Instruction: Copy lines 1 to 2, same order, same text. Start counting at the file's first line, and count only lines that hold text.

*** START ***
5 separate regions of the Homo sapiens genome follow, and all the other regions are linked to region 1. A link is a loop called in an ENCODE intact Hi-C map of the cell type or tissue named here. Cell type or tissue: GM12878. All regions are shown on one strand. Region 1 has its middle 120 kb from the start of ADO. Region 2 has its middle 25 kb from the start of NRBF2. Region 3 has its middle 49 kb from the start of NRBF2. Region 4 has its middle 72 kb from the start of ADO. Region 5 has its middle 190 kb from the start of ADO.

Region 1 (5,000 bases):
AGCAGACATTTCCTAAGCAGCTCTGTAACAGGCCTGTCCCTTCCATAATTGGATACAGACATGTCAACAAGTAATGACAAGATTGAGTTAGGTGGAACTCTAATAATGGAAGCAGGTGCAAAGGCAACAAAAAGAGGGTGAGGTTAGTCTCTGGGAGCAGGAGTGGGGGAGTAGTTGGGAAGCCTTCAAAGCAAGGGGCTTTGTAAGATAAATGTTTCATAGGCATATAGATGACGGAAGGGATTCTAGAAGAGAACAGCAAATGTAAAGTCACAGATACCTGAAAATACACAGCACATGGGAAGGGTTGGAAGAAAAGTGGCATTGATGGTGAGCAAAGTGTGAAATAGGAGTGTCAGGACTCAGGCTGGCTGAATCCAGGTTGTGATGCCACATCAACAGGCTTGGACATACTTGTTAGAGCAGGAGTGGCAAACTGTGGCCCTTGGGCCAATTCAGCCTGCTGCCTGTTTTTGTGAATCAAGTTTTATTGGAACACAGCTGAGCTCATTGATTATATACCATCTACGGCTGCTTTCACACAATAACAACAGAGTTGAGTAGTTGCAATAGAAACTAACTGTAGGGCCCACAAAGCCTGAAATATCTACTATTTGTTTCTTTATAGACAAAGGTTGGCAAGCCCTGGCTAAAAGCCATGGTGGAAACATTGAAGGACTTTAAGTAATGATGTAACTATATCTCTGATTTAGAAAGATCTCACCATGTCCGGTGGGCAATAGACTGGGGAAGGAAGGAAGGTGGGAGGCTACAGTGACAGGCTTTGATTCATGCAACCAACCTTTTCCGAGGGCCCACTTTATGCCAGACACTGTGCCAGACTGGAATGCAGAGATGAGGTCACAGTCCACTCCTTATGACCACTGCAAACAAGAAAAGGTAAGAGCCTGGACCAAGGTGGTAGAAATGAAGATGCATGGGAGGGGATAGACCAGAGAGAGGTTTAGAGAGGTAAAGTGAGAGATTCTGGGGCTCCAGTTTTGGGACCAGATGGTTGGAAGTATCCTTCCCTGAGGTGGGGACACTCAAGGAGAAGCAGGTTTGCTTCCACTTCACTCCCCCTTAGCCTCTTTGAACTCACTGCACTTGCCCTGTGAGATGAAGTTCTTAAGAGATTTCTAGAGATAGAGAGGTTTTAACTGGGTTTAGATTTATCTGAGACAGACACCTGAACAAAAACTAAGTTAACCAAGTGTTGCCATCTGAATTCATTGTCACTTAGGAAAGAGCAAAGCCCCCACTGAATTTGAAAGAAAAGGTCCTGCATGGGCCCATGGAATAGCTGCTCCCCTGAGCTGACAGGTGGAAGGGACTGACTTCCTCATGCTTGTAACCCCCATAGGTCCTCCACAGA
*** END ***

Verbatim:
5 separate regions of the Homo sapiens genome follow, and all the other regions are linked to region 1. A link is a loop called in an ENCODE intact Hi-C map of the cell type or tissue named here. Cell type or tissue: GM12878. All regions are shown on one strand. Region 1 has its middle 120 kb from the start of ADO. Region 2 has its middle 25 kb from the start of NRBF2. Region 3 has its middle 49 kb from the start of NRBF2. Region 4 has its middle 72 kb from the start of ADO. Region 5 has its middle 190 kb from the start of ADO.

Region 1 (5,000 bases):